Another note about the chemical propionylation method is that although it helps to increase the sequence coverage of histones, it also prevents the identification of proteins that are naturally propionylated. It also makes the identification of butyryl lysine difficult because it has the same mass as propionylated methyl lysine. That is probably why no butyryl lysine was identified in the study.(53) An alternative reason is that butyryl lysine is low in abundance compared to crotonyl lysine.
Lysine malonylation and succinylation were discovered in two different ways. One was with mass spectrometry, similar to the discovery of crotonylation, by Zhao and coworkers (4, 7). The other way was through the study of the enzymatic activity of Sirt5, one of the sirtuin enzymes in mammals (3). There are seven sirtuins in mammals. Three of them, Sirt1, Sirt2, and Sirt3, have readily detectable deacetylase activities. Many in vivo deacetylation substrate proteins have been identified for them (19). The other four mammalian sirtuins, Sirt4-7, however, have very weak deacetylases activities (in certain cases too weak to be detectable) in vitro (54–58). Furthermore, knocking out several of these sirtuins also failed to lead to global changes in protein acetylation in vivo (59). We have been interested in understanding why these sirtuins have weak deacetylase activity. A breakthrough was made the crystal structure of human Sirt5 was obtained in complex with a thioacetyllysine peptide and a CHES buffer molecule (3). CHES has a negatively charged sulfonate group, which was bound by Tyr102 and Arg105 of Sirt5 in the structure. The sulfonate group of CHES is close to the bound thioacetyllysine (Figure 7). These structure features led to the hypothesis that Sirt5 may recognize negatively charged acyl lysine modifications, such as malonylation and succinylation, which was proved to be true by in vitro enzymology studies. Biochemical and MS studies also confirmed the existence of lysine succinylation and malonylation in mammalian cells (3).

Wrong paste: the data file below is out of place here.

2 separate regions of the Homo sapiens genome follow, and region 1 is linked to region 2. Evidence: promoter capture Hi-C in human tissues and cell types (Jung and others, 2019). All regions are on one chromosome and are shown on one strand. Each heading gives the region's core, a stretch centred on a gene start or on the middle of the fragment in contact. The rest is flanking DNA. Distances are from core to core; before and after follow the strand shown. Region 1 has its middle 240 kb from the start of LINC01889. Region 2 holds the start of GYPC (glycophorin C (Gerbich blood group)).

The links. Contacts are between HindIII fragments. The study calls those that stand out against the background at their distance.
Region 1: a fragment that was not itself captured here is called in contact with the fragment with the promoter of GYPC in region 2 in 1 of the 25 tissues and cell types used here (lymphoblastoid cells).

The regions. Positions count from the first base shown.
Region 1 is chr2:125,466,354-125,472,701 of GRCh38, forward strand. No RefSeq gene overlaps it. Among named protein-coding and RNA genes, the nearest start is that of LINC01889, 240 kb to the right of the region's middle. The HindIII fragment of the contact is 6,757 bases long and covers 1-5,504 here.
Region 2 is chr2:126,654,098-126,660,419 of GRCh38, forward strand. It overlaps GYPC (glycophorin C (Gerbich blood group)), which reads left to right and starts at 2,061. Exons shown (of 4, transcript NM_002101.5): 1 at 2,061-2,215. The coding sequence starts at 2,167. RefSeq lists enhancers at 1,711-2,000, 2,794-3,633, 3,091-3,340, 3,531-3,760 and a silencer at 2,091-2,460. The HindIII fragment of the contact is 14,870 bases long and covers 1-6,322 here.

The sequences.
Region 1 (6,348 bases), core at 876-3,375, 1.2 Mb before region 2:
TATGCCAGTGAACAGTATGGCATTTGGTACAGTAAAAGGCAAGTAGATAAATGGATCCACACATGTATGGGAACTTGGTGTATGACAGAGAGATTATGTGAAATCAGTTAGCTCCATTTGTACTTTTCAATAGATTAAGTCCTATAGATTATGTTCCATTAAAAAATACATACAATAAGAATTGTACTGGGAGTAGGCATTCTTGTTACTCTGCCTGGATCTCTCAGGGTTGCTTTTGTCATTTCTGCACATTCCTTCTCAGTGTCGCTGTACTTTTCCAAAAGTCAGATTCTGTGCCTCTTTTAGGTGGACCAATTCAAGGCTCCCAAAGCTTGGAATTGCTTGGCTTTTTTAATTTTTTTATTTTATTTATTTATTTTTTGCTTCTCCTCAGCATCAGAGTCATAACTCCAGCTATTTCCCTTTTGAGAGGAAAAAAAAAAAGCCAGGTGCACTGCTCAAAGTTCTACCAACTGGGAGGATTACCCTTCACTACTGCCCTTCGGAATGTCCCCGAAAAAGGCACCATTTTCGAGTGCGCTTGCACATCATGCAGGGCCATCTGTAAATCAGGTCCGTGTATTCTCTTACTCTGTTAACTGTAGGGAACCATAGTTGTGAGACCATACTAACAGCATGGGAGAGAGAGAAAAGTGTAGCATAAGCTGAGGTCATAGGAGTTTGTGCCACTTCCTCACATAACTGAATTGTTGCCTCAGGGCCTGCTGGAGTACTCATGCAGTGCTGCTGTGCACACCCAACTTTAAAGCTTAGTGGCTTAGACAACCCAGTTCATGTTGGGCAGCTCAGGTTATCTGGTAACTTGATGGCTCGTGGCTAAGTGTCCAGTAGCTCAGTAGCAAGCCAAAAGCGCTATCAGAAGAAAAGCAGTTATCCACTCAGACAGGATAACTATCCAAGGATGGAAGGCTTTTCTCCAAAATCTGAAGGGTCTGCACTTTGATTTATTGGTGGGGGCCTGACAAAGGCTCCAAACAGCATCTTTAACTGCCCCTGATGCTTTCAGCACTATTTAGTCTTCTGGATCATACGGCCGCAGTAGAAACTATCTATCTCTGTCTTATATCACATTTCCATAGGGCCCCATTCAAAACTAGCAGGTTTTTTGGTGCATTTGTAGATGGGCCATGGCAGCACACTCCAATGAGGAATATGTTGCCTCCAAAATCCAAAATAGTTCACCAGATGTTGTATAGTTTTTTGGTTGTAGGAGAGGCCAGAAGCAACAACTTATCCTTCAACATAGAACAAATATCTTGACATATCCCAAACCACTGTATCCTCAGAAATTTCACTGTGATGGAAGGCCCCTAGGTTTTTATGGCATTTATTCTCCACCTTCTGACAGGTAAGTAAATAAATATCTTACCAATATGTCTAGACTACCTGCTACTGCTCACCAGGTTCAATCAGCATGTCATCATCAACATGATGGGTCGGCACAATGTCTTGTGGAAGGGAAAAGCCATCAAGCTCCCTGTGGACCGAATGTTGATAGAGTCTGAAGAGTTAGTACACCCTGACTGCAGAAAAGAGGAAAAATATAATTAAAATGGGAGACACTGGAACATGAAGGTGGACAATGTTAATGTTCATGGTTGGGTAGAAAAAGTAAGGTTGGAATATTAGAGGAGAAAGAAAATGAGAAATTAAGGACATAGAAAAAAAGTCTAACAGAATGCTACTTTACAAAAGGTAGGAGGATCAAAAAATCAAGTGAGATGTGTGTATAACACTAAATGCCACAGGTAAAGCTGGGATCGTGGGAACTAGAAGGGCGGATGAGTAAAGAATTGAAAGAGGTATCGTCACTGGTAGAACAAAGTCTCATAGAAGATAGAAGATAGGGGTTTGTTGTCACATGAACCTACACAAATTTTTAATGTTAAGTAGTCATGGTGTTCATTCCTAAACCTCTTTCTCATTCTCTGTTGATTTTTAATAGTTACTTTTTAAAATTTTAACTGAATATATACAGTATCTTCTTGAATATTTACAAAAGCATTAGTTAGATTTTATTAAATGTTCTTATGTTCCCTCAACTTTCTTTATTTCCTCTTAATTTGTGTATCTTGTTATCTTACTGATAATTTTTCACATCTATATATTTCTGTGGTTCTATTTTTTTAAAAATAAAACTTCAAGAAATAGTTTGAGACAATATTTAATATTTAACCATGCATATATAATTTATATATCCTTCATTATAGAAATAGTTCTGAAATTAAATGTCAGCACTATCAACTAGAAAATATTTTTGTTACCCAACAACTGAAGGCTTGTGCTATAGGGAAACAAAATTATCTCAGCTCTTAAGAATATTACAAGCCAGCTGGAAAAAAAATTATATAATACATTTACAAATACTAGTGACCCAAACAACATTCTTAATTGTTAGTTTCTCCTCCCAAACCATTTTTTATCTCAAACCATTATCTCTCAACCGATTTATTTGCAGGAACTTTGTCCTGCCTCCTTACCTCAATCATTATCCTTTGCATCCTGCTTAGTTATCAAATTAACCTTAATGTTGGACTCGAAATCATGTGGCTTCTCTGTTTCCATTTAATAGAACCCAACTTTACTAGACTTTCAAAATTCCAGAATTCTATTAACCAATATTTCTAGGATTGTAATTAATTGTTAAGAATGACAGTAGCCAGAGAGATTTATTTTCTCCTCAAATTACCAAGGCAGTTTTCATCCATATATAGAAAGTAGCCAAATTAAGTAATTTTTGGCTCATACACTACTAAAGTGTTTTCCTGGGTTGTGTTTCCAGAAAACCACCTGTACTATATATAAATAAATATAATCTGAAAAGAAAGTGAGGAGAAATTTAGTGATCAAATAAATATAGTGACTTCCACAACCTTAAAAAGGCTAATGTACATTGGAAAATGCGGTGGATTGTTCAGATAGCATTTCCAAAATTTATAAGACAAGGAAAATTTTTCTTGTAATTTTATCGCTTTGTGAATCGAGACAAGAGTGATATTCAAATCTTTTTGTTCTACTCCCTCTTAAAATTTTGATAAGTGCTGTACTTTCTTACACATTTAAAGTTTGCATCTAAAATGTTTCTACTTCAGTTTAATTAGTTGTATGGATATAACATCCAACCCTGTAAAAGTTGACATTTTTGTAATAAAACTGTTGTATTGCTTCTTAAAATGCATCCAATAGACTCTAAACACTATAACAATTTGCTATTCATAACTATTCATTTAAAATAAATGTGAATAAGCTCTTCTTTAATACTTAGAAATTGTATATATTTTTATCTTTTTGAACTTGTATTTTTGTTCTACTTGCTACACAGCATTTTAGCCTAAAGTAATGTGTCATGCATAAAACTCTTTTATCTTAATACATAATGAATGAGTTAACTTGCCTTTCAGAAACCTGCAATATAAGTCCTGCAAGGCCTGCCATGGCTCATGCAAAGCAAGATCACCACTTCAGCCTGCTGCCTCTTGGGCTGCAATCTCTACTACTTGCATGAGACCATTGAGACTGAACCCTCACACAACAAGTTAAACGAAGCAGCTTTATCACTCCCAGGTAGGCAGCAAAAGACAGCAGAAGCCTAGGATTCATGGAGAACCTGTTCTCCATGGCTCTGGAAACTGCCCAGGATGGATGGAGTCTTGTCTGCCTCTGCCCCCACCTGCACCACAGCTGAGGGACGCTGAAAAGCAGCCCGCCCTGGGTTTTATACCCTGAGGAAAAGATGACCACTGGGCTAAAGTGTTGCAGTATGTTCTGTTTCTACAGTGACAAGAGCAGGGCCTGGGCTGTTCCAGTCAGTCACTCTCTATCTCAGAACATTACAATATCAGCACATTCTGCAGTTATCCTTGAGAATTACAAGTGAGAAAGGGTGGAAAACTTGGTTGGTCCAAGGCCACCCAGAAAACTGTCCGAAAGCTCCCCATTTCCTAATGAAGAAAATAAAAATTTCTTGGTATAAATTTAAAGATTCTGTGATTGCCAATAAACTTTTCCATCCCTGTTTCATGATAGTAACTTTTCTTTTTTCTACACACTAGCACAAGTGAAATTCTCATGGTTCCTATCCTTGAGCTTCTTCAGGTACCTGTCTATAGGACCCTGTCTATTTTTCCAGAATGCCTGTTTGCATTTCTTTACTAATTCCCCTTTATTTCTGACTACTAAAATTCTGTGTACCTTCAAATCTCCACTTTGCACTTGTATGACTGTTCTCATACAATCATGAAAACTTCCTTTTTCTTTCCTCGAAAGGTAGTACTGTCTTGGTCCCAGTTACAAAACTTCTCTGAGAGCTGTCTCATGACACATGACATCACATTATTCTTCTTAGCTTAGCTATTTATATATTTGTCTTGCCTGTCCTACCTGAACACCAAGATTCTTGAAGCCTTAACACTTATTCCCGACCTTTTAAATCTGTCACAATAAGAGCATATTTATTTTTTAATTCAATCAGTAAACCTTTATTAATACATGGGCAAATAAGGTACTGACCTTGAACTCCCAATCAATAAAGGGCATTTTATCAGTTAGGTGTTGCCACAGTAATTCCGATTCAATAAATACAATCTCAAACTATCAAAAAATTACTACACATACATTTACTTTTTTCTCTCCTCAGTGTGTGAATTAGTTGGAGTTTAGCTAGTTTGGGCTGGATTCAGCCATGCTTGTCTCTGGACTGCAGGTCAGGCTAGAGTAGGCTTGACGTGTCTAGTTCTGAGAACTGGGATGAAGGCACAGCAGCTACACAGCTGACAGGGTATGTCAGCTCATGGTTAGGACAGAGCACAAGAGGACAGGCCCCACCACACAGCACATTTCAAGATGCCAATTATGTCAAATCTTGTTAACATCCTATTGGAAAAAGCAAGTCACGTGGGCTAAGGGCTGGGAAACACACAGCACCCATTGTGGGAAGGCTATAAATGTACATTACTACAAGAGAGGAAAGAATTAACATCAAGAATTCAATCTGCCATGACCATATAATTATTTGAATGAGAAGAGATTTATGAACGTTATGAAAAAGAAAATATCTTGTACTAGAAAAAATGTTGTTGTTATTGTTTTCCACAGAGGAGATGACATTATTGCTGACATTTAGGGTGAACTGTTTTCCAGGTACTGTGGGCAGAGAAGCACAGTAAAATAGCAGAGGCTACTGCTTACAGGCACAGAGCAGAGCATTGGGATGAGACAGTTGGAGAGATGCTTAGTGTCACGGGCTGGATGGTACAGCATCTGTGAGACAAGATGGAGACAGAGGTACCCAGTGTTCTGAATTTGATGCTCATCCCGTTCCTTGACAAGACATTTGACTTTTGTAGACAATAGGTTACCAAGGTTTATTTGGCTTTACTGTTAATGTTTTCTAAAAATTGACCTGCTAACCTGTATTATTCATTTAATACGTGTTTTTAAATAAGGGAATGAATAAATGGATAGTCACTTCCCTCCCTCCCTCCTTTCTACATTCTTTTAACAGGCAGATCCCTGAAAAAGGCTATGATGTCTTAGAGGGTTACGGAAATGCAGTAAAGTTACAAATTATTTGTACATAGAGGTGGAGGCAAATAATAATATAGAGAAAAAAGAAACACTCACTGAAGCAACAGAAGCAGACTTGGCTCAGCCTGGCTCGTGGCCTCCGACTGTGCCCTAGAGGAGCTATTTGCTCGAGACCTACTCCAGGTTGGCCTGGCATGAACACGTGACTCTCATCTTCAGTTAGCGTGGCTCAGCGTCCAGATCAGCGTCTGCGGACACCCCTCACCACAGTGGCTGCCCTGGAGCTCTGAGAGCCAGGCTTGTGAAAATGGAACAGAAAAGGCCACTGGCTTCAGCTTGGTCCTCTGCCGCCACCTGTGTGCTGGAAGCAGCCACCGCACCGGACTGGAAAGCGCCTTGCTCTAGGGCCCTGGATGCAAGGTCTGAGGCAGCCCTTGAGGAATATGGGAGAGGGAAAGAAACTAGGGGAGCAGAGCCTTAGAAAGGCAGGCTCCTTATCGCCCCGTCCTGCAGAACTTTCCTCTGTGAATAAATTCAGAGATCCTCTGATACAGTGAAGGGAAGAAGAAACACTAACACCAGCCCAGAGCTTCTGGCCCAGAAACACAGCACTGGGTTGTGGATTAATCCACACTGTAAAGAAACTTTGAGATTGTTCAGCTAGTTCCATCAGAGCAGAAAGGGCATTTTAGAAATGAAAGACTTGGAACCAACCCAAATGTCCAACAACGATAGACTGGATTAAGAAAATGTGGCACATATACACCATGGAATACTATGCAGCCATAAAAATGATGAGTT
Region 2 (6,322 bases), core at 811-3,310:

It should be pointed out that although these studies were probably the first to discover lysine malonylation, they were not the first to discover lysine succinylation. In 2004, it was reported that homoserine transsuccinylase was succinylated on a catalytic lysine residue (60). It was reported in 2006 that protein lysine succinylation could occur during lipid oxidation process under oxidative stress (61). In 2009, Walsh and coworkers discovered that certain thiocillin peptides were succinylated on lysine residues when expressed in Bacillus cereus (62). The new finding from the recent studies is that lysine succinylation is more abundant than previously imagined. Zhao and coworkers identified 14 proteins in E. coli that have succinyl lysine modification (4). Our study in mammalian cells also suggested that lysine succinylation is very abundant (3). First, most mammalian mitochondrial proteins we purchased from Sigma were shown to have succinyl lysine modifications. Second, the number of succinyl lysine residues in a given protein is close to the number of acetyl lysine residues in that protein. For example, in bovine glutamate dehydrogenase (GDH), we identified 9 succinyl lysine residues, while 16 acetyl lysine residues (3). In contrast to the abundance of lysine acetylation and succinylation, malonylation seems to be lower in abundance. For example, we only identified 3 malonyl lysine residues in GDH.
Most of the succinylated and malonylated proteins are metabolic enzymes. Therefore, it is conceivable protein lysine succinylation and malonylation can regulate the activity of metabolic enzymes, similar to lysine acetylation. One example is CPS1, which was reported to be a Sirt5 target (63). Using MS, we found that Sirt5 regulates the succinylation level of CPS1 on Lys1291, but not the acetylation level of this residue (3). This finding provide evidence that Sirt5’s desuccinylase activity is functioning in vivo, but clearly more studies are needed to identify more Sirt5 targets and understand how the activity of the target proteins are affected by the desuccinylase/demalonylase activity of Sirt5.